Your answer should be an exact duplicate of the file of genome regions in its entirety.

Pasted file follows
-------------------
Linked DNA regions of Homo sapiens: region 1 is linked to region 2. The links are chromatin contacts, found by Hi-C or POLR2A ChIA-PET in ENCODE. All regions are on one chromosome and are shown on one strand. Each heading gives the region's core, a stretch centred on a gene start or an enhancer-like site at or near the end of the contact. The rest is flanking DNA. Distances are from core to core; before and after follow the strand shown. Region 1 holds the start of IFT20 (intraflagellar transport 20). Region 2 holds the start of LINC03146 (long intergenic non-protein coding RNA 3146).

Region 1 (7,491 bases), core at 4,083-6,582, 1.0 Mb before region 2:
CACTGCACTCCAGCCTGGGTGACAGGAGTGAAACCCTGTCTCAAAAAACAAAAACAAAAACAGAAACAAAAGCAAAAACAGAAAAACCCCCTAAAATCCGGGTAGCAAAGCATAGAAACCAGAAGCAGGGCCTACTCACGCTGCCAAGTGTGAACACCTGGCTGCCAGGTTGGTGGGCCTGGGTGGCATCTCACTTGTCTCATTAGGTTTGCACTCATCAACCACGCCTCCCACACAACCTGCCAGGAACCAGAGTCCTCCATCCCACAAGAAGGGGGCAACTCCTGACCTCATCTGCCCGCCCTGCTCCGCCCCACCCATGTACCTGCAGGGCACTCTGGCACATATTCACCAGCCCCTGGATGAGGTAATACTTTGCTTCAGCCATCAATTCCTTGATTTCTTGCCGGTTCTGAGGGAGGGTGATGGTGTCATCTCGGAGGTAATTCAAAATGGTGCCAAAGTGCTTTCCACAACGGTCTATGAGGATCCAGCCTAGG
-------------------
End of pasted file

Linked DNA regions of Homo sapiens: region 1 is linked to region 2. The links are chromatin contacts, found by Hi-C or POLR2A ChIA-PET in ENCODE. All regions are on one chromosome and are shown on one strand. Each heading gives the region's core, a stretch centred on a gene start or an enhancer-like site at or near the end of the contact. The rest is flanking DNA. Distances are from core to core; before and after follow the strand shown. Region 1 holds the start of IFT20 (intraflagellar transport 20). Region 2 holds the start of LINC03146 (long intergenic non-protein coding RNA 3146).

Region 1 (7,491 bases), core at 4,083-6,582, 1.0 Mb before region 2:
CACTGCACTCCAGCCTGGGTGACAGGAGTGAAACCCTGTCTCAAAAAACAAAAACAAAAACAGAAACAAAAGCAAAAACAGAAAAACCCCCTAAAATCCGGGTAGCAAAGCATAGAAACCAGAAGCAGGGCCTACTCACGCTGCCAAGTGTGAACACCTGGCTGCCAGGTTGGTGGGCCTGGGTGGCATCTCACTTGTCTCATTAGGTTTGCACTCATCAACCACGCCTCCCACACAACCTGCCAGGAACCAGAGTCCTCCATCCCACAAGAAGGGGGCAACTCCTGACCTCATCTGCCCGCCCTGCTCCGCCCCACCCATGTACCTGCAGGGCACTCTGGCACATATTCACCAGCCCCTGGATGAGGTAATACTTTGCTTCAGCCATCAATTCCTTGATTTCTTGCCGGTTCTGAGGGAGGGTGATGGTGTCATCTCGGAGGTAATTCAAAATGGTGCCAAAGTGCTTTCCACAACGGTCTATGAGGATCCAGCCTAGG